UPDATE: ROS Fuerte was released on April 2012. You might want use a more recent version of ROS:
- ROS Hydro Medusa (released on September 2013): Virtual Machine with ROS Hydro Medusa Pre-Installed. Install procedure unchanged.
- ROS Groovy Galapagos (released on December 2012): Ready to Use Virtualized ROS Groovy. Install procedure unchanged.
If you want to use the Robot Operating System (ROS), the first step is to install it on some PC. Ideally, it should be an Ubuntu box. In a previous post, we explained the installation procedure step by step in an attempt to make easy this tedious task. In this post, we provide you with an even simpler solution! Yes, we made all the setup for you, in a VirtualBox virtual machine that you can Download (~2.4GB), duplicate and use freely for your experiments. Please note that we provide this file with no warranty. We will though try our best to answer questions and fix reported issues.
We assume that you have VirtualBox installed on your laptop as well as the VirtualBox Extension Pack. The archive we provide is actually an OVA (Open Virtualization Archive) which is an open standard format for packaging virtual machines. We will show step by step how to use it with Mac OS X as a host operating system. The setup should be similar with other operating systems if you use the same version of VirtualBox as we do, which is 4.1.20.
Step 1: Launch the import process by selecting the “Import Appliance…” menu (see Picture 1). Note that this requires an extra 6.3 GB approximatively on you disk.
Step 2: Adjust the settings of the new virtual machine (see Picture 2). The default name is ROS. Since we want to be able to run our tutorial on networking with ROS, we will rename this virtual machine to C3PO. You may want to also adjust other properties such as the amount of memory allocated to the virtual machine or the number of CPU cores it will be using.
Step 3: You need to agree with the licenses (see Picture 3). Those are free sotware licenses of Ubuntu and ROS. Once you have pressed the Agree button, it takes a few minutes to get the virtual machine ready.
Step 4: Launch the virtual machine by pressing the Start button of the VirtualBox Manager as shown by Picture 4. The virtual machine automatically opens the default user account which login and password are both viki (a reference to the V.I.K.I character from the I, Robot movie).
Picture 4: Start the C3PO virtual machine
Step 5: Rename the host name from ROS to c3po by editing the /etc/hostname file. To do so, evaluate the following command line in a terminal.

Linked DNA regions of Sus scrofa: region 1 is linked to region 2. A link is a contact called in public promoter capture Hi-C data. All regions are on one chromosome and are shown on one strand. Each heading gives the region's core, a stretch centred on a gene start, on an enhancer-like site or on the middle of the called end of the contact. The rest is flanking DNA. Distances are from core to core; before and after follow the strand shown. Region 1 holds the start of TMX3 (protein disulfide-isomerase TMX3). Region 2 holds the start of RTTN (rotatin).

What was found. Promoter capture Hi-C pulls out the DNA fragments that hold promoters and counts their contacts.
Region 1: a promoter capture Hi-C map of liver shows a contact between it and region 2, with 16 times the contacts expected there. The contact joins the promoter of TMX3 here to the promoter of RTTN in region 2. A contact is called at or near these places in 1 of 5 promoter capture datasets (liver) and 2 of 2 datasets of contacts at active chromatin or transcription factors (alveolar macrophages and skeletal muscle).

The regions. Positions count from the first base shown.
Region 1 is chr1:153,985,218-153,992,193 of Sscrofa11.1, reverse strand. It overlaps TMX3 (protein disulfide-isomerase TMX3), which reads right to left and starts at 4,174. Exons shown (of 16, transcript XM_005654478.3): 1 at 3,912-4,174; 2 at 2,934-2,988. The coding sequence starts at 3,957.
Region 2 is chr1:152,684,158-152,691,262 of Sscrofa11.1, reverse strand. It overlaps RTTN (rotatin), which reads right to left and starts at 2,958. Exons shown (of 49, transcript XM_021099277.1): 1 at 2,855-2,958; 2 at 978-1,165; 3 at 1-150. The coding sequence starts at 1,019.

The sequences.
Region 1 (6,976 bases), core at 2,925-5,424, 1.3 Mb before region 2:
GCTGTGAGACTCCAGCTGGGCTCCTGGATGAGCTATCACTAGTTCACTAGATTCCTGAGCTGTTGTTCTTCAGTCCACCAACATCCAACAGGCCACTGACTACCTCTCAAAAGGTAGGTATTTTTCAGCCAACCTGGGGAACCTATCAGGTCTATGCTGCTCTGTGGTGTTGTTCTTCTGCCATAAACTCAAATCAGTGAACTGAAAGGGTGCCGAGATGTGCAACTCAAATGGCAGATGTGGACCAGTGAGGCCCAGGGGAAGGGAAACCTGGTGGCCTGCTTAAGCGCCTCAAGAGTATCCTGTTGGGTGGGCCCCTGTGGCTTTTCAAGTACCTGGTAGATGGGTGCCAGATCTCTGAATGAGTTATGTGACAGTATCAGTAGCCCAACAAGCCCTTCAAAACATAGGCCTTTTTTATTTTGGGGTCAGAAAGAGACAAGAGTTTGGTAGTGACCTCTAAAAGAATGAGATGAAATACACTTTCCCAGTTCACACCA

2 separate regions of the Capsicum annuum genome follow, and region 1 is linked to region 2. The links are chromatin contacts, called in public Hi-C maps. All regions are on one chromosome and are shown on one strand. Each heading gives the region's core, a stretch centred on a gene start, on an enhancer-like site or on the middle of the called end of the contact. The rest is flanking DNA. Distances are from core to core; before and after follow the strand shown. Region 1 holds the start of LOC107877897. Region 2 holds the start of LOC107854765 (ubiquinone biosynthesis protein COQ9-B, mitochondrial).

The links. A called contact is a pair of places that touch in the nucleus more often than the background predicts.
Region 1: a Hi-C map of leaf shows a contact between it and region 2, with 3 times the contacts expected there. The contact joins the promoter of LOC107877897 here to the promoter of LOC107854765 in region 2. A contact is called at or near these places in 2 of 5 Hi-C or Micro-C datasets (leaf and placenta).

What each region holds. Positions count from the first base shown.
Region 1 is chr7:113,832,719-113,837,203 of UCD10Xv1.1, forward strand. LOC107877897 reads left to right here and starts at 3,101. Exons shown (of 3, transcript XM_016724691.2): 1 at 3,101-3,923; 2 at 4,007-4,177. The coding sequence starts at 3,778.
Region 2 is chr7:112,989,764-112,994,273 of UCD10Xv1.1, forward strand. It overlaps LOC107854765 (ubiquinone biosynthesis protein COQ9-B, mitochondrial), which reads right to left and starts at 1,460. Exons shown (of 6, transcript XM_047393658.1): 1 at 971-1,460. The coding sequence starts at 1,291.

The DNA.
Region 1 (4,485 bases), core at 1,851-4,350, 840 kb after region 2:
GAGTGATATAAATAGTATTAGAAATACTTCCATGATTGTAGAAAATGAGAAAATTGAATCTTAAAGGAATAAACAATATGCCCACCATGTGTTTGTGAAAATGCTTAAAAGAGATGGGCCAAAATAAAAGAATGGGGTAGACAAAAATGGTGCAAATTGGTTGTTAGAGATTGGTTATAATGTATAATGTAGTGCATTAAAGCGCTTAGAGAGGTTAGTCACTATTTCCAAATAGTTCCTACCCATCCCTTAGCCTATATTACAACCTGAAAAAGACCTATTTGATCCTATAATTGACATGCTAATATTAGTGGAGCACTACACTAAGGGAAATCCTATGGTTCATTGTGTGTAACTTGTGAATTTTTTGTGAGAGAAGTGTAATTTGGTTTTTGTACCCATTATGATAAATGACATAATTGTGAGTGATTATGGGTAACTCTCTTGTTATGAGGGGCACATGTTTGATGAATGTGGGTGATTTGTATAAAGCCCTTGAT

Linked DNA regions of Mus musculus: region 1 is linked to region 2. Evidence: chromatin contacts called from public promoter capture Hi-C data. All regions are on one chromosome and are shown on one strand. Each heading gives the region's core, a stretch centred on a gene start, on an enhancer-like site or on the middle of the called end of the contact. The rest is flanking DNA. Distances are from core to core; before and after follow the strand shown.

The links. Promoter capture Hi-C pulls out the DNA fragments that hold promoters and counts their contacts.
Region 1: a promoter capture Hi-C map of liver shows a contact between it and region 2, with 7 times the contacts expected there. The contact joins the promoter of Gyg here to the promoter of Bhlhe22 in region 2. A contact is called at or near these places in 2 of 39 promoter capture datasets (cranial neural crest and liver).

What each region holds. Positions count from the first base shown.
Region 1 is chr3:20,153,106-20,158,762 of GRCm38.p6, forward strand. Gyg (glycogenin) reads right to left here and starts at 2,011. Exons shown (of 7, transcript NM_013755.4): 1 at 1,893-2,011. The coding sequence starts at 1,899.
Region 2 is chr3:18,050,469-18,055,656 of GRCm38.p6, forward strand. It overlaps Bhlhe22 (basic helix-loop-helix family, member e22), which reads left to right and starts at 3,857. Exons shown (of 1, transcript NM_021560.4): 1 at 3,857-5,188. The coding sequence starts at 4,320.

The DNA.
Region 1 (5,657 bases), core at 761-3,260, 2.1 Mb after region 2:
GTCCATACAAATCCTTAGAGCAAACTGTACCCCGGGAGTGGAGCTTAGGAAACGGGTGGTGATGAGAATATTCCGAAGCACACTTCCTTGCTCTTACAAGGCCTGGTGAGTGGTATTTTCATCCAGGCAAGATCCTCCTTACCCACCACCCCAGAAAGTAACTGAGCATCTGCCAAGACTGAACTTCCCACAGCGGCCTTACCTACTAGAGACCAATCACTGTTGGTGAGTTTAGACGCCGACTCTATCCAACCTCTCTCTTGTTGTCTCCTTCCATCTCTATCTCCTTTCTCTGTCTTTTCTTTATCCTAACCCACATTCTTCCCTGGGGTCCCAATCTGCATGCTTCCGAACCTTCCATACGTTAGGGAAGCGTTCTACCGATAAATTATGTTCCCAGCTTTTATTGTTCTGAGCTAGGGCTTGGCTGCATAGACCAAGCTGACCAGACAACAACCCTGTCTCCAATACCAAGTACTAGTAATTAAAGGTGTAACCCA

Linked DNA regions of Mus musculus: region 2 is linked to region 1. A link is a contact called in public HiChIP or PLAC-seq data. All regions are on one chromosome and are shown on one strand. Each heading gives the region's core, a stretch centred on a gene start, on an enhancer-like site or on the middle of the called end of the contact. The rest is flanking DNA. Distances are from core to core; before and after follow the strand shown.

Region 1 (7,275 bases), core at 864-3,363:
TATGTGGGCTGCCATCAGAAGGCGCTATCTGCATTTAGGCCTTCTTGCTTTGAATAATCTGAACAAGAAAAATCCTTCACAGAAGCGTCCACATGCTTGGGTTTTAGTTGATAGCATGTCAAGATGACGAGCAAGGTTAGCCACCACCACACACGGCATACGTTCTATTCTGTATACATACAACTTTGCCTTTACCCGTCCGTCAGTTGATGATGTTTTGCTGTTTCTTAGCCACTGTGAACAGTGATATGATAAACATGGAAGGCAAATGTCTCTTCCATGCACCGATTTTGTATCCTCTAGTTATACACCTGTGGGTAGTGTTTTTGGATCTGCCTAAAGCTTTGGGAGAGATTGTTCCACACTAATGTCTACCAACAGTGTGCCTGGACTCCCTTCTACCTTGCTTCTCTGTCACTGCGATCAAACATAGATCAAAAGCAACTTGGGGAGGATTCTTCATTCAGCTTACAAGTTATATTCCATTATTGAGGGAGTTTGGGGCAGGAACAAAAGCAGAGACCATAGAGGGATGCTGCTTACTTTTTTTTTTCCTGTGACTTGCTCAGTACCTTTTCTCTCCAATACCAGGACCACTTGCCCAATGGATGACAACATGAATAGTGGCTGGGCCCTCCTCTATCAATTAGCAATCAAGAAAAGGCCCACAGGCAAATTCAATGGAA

sudo gedit /etc/hostname
You’ll get prompted to povide the password for the viki account which is also viki. Then, an editor will open. Change the content of the file to c3po before saving (see Picture 5).
Step 6: Map the IP address to the c3po host name by editing the /etc/hosts file. This can be done by evaluating the following command line in a terminal.
sudo gedit /etc/hosts
It will open an editor on the /etc/hosts file. Replace ROS by c3po and save the file (see Picture 6). So far, we just set the loopback address (127.0.0.1) to map to c3po. You can map it to other IP addresses as explained in our ROS networking tutorial.
Picture 6: Edit the /etc/hosts file
Step 7: Reboot Ubuntu, et voilà! You are ready to use ROS or run some ROS tutorial.
Regarding networking, there is a caveat. We set the virtual machine with a network bridged adapter connected to the Ethernet interface. If your hosting machine is connected to the network through internet via Ethernet, that’s fine. If you are using Wifi, you need to change the network setting (after having switched-off the virtual machine). However, on Mac OS X, the bridged adapter does not work with Airport for VirtualBox 4.1.2. Different solutions are possible:
- Keep the virtual machine original settings (use of bridged adapter connected to the ethernet interface), and share the internet connection through ethernet under Mac OS X.
- Attach the virtual machine adapter to “Internal Network”. With this setting, the virtual machine won’t be visible outside your computer, but it can interact with other virtual machines running on the same host.
There is an nice post about virtual machine network setup with VirtualBox. It provides clear explanations and drawings. We recommand you to read it if you wish to learn more about VirtualBox network options.